“People Assumed All Black Women Comedians Were All Alike” How Sisters Of Comedy Is Breaking Boundaries And Stereotypes

April 13, 2018  |  

Agunda Okeyo

Knock, Knock.

Who’s there?

Black women in comedy. That’s who.

For years Black women have been knocking on the door to make major strides in comedy, now they are knocking that door down. As the Los Angeles Times recently declared, “Black women are breaking out of their dramatic safe spaces and shaking up the comedy world.”

And in New York City, writer, producer, filmmaker, and activist Agunda Okeyo has been giving these women a forum for the last four years through her “Sisters of Comedy” series.

It is in fact, the longest-running, Black women-centered, comedy showcase in NYC, and Kenyan-born Okeyo is the only African woman with such a comedy series in the Big Apple. The “Sisters of Comedy” showcase has a home at one of the top comedy clubs in the city, Carolines on Broadway. And the next show on April 18 has a lineup that includes MC Gina Yashere (Netflix’s “Standups”), Dulce Sloan (“The Daily Show with Trevor Noah”), and Sasheer Zamata (SNL). As a twist, a few men have been added, including Jon Laster (BET’s “Comic View”) and Nore Davis (“Inside Amy Schumer”). The theme for the showcase: The Wakanda (BLK AF) Edition.

Okeyo, who was born in Nairobi and raised between the Bronx and the Kenyan capital, has called New York City home for more than 20 years. This proud Pan-African New Yorker has always been looking for ways to get the Black female voice and experience heard, and she found this through comedy. She herself is a performer, but she has also produced comedy shows at various NYC venues. Her efforts have earned her many accolades, including being named a Progressive Women’s Voices fellow with the Women’s Media Center in 2016 and joining the NYC board of Women, Action and the Media.

Okeyo spoke to MadameNoire about the upcoming showcase and the power of comedy.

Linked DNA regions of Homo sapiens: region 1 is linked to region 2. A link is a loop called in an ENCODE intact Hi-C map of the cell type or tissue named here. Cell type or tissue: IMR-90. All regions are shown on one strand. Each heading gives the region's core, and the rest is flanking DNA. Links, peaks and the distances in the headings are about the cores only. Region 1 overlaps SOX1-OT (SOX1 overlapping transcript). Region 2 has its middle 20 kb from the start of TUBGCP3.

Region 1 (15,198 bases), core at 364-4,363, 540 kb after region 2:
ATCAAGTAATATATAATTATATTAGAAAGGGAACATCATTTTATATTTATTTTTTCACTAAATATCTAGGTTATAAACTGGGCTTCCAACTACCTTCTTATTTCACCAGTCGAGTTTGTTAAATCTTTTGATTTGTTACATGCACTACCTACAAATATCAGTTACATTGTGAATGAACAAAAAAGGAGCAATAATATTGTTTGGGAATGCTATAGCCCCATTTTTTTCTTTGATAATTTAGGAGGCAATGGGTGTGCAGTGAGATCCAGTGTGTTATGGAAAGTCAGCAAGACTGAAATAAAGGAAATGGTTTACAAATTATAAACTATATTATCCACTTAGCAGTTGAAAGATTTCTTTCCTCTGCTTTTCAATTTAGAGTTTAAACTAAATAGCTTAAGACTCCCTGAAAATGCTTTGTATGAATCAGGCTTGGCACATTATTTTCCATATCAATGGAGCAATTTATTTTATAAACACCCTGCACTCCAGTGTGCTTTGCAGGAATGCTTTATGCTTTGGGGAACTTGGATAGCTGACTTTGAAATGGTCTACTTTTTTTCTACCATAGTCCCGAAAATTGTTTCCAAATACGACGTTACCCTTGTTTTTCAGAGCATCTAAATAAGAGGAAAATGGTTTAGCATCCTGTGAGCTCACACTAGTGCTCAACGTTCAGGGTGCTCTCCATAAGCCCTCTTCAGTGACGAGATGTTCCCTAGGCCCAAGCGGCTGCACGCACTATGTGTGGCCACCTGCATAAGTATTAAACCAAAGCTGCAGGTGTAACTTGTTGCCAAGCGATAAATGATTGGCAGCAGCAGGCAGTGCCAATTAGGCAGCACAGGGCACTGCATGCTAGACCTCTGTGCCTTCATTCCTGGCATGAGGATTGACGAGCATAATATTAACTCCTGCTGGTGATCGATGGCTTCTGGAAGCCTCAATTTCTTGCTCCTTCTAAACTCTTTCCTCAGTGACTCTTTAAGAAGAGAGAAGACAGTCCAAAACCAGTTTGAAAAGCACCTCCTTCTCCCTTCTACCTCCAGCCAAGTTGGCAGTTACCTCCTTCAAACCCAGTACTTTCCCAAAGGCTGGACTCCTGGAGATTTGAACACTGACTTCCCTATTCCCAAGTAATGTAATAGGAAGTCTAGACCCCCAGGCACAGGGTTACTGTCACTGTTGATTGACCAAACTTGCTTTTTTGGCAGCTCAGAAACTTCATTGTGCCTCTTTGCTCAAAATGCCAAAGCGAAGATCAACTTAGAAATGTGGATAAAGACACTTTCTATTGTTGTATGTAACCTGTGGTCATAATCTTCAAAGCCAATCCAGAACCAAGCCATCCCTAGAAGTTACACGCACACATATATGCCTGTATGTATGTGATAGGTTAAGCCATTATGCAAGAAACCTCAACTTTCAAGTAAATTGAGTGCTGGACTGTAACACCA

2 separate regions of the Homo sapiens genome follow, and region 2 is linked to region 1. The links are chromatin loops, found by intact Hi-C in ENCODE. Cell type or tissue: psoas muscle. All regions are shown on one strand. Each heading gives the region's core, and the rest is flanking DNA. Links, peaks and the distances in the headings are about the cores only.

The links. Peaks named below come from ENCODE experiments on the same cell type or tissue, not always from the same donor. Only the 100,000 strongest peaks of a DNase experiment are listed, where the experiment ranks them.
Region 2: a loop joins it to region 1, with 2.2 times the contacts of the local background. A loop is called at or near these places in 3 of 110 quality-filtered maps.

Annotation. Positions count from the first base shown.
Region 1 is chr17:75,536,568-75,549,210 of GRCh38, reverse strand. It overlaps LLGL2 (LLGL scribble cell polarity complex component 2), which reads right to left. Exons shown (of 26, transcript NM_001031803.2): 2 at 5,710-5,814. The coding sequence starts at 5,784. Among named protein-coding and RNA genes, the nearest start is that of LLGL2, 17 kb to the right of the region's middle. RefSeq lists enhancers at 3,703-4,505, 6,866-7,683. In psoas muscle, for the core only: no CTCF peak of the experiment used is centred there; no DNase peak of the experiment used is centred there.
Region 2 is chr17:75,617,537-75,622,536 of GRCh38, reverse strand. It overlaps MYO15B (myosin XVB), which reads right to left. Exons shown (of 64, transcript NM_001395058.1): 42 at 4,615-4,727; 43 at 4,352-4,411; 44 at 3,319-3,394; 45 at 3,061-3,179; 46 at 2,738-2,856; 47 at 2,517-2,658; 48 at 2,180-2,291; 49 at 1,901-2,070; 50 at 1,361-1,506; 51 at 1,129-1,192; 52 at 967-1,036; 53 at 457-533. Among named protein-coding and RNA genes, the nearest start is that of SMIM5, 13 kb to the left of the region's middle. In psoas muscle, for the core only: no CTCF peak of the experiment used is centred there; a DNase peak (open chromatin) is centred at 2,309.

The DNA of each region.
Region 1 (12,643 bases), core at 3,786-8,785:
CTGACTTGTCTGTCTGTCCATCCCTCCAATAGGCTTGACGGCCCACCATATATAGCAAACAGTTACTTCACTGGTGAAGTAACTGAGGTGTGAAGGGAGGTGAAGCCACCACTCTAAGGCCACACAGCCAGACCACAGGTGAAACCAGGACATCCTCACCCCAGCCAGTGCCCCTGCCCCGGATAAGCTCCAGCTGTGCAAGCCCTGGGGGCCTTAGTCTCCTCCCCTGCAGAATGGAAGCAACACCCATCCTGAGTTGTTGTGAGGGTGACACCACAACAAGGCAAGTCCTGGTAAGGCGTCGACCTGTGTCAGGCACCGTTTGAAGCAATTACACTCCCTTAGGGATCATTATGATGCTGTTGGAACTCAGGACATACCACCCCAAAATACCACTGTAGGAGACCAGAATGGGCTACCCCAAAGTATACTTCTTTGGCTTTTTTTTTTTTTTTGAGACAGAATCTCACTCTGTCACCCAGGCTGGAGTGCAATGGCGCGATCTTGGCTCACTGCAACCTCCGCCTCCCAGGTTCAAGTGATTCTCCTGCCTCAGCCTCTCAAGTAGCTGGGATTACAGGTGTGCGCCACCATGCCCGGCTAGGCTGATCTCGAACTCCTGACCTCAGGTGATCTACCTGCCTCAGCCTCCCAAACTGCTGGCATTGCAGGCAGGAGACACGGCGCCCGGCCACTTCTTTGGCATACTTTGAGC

MadameNoire (MN): How did you come up with the idea of “Sisters of Comedy”?

Agunda Okeyo (AO):  I was working a comedy club at the time while in my 20s and I would only see lineups of all-white dudes. So I wondered why there were no Black-centered lineups, no Black-centered female lineups. Of course, I got pushback when I told people about the idea. People would question if it would last, and if it would be good. But also people assumed that all Black women comedians were all alike, so why would you need more than one in a lineup. But the more pushback I got the more I was determined to create a showcase with Black women as the center, and I wanted to showcase all levels–from newcomers, to women in their mid-career, to veterans in the business.

MN: How long did it take to get up and running?

AO: The show is now officially four years old, but I had the idea maybe six or seven years ago.

MN: Why comedy?

AO: Growing up, I thought I’d be an activist or someone like Thurgood Marshall, but I am much more of a creative and innovative type of person. I got a part-time job in a comedy club and I sort of fell into it. Although I consider myself more of a public thinker than a stand-up comedian, I am more about talking about issues and getting people up to the mic and telling their stories.

MN: Some are declaring this is the era for Black female comedians. Should we celebrate now?

AO: Listen, “Girls Trip” was an excellent film and it made a lot of money. Black women had been getting short shifted in the area of comedy so now that some are getting noticed and recognized it is all exciting. Yet, I am short of saying this is some sort of Renaissance. I think it is presumptuous; there’s so much more work to be done. And I am excited as a producer to be able to have a creative space for Black women to excel and to be showcased.

MN: What’s new for this latest “Sisters of Comedy”?

AO: Well, I am in looove with “Black Panther.” I think I am going to live off that high for the rest of my life (laugh). So this showcase will be the Wakanda (BLK AF) Edition year. And for this, we have invited a few men to join the lineup. We always have special guests and this time we have opened it up to men. Our special guest will be Black Thought from the Roots.

MN: What’s next for the showcase?

AO: We have had a good run these past few years. And this year we will be part of the Tribeca Film Festival events. We will also be at The Schomburg Center for Research in Black Culture this summer. And course, at Carolines every month.

We also hope to create other media of the show. We want more people to become aware of “Sisters of Comedy,” who we are and what we are about. Even though we are about humor, sometimes there is a social justice bent to the show. In the past we have had as invited guests such as Michaela Angela Davis and Gloria Steinem. So there’s a lot going on with “Sisters of Comedy.”

For tickets to Wednesday’s show, click here.

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